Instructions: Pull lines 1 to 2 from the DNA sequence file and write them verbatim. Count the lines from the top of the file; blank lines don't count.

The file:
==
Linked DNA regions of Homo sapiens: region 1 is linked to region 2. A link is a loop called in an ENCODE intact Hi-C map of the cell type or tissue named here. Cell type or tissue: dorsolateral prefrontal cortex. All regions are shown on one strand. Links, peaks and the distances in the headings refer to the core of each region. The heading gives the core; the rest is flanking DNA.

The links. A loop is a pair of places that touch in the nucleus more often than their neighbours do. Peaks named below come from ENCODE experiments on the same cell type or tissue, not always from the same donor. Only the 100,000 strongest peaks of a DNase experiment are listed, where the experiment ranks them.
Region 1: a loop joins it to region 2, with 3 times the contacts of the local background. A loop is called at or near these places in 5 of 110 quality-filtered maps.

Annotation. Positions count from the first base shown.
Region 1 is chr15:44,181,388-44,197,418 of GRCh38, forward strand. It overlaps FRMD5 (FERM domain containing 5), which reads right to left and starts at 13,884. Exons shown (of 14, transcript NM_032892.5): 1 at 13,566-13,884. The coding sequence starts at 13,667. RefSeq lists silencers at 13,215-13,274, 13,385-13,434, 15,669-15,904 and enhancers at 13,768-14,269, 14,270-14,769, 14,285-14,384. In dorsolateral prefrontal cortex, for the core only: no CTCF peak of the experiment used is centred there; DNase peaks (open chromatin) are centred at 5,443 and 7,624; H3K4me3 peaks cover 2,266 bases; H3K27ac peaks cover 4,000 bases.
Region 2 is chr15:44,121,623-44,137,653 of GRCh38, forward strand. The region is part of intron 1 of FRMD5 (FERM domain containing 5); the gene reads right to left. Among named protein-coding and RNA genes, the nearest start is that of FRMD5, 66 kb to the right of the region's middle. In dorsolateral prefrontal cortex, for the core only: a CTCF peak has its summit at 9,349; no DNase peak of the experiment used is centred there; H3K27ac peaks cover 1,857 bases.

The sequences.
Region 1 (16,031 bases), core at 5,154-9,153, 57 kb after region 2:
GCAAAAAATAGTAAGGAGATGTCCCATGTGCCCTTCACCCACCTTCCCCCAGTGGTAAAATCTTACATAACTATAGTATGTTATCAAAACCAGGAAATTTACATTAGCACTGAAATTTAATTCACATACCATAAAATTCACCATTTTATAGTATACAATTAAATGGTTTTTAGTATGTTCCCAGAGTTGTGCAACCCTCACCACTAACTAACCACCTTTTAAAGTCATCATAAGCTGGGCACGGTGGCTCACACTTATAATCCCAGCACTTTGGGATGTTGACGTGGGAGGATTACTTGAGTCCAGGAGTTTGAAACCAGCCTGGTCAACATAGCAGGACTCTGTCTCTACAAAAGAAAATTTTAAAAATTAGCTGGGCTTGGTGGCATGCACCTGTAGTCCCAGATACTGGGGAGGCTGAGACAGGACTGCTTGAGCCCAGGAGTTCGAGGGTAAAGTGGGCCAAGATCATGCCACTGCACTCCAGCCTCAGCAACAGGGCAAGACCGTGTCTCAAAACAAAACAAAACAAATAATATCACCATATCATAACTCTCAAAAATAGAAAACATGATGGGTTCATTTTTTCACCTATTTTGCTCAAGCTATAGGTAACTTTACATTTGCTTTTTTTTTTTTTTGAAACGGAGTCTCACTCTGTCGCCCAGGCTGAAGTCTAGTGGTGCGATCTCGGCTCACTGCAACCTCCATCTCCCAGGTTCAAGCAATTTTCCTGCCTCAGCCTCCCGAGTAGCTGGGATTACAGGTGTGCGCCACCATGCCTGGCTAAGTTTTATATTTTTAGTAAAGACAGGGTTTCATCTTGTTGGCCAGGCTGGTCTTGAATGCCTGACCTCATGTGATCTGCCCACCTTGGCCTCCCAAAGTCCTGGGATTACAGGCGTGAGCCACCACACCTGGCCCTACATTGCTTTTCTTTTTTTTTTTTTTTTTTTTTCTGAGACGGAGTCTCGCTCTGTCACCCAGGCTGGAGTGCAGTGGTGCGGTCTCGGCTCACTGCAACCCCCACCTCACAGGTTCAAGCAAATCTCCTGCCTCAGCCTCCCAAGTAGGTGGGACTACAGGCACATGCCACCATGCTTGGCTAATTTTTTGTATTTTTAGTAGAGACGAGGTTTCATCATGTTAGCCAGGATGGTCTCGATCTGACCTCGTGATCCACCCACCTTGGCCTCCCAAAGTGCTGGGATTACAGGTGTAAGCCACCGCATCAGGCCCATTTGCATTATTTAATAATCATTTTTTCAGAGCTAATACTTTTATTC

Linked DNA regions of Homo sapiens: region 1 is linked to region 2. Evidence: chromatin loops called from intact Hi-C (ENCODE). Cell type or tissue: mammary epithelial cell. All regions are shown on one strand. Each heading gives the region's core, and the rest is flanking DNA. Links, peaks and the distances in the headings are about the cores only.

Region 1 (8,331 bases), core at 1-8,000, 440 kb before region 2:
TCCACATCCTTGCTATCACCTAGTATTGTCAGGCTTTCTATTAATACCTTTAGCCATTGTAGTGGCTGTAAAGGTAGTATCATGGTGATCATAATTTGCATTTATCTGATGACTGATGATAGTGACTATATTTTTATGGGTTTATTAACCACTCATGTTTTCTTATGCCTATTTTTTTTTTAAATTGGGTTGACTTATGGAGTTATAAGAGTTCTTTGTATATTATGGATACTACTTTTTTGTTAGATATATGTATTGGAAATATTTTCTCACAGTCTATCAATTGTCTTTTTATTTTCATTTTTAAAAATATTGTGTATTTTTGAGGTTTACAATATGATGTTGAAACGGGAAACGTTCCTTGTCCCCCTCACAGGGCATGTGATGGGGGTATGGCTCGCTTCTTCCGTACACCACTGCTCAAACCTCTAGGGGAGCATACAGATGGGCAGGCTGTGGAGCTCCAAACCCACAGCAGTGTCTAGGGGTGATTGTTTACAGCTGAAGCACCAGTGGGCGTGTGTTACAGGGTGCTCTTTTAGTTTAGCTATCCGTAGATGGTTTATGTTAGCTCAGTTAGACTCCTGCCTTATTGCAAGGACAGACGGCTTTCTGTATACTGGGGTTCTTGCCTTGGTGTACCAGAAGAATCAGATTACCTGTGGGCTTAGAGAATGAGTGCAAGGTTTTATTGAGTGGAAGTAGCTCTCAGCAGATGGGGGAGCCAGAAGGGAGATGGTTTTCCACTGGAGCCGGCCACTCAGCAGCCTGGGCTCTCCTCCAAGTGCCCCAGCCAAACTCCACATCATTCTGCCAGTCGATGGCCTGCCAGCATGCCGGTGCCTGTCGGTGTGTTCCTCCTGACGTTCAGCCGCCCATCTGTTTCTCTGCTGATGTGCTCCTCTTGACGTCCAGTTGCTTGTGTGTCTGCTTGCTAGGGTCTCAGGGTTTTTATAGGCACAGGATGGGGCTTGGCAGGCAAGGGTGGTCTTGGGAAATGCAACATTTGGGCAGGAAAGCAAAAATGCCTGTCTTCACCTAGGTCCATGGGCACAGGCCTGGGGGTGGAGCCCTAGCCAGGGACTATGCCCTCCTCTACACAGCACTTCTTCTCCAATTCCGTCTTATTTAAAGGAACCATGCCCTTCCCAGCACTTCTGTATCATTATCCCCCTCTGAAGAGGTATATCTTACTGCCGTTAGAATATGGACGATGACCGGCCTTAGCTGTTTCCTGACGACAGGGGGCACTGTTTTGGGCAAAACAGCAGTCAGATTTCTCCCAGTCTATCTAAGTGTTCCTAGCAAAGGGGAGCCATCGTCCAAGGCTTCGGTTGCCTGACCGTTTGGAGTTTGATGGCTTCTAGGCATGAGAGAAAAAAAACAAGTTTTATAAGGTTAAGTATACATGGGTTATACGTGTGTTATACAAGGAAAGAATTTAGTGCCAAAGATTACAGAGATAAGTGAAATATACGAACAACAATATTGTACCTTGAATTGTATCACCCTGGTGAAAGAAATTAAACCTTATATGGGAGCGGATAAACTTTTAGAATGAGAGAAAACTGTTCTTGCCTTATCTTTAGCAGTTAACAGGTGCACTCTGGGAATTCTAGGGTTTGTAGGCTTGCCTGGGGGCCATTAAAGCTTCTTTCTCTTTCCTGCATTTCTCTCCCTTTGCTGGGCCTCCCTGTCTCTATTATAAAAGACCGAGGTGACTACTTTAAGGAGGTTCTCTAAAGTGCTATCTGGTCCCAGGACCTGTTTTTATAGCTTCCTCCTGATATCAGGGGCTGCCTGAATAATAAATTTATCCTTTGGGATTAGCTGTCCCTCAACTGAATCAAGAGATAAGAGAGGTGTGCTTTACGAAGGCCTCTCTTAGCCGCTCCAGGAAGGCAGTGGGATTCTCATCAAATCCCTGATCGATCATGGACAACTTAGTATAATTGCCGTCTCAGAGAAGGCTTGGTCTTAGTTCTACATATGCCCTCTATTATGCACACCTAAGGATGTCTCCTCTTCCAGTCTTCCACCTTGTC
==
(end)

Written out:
Linked DNA regions of Homo sapiens: region 1 is linked to region 2. A link is a loop called in an ENCODE intact Hi-C map of the cell type or tissue named here. Cell type or tissue: dorsolateral prefrontal cortex. All regions are shown on one strand. Links, peaks and the distances in the headings refer to the core of each region. The heading gives the core; the rest is flanking DNA.

The links. A loop is a pair of places that touch in the nucleus more often than their neighbours do. Peaks named below come from ENCODE experiments on the same cell type or tissue, not always from the same donor. Only the 100,000 strongest peaks of a DNase experiment are listed, where the experiment ranks them.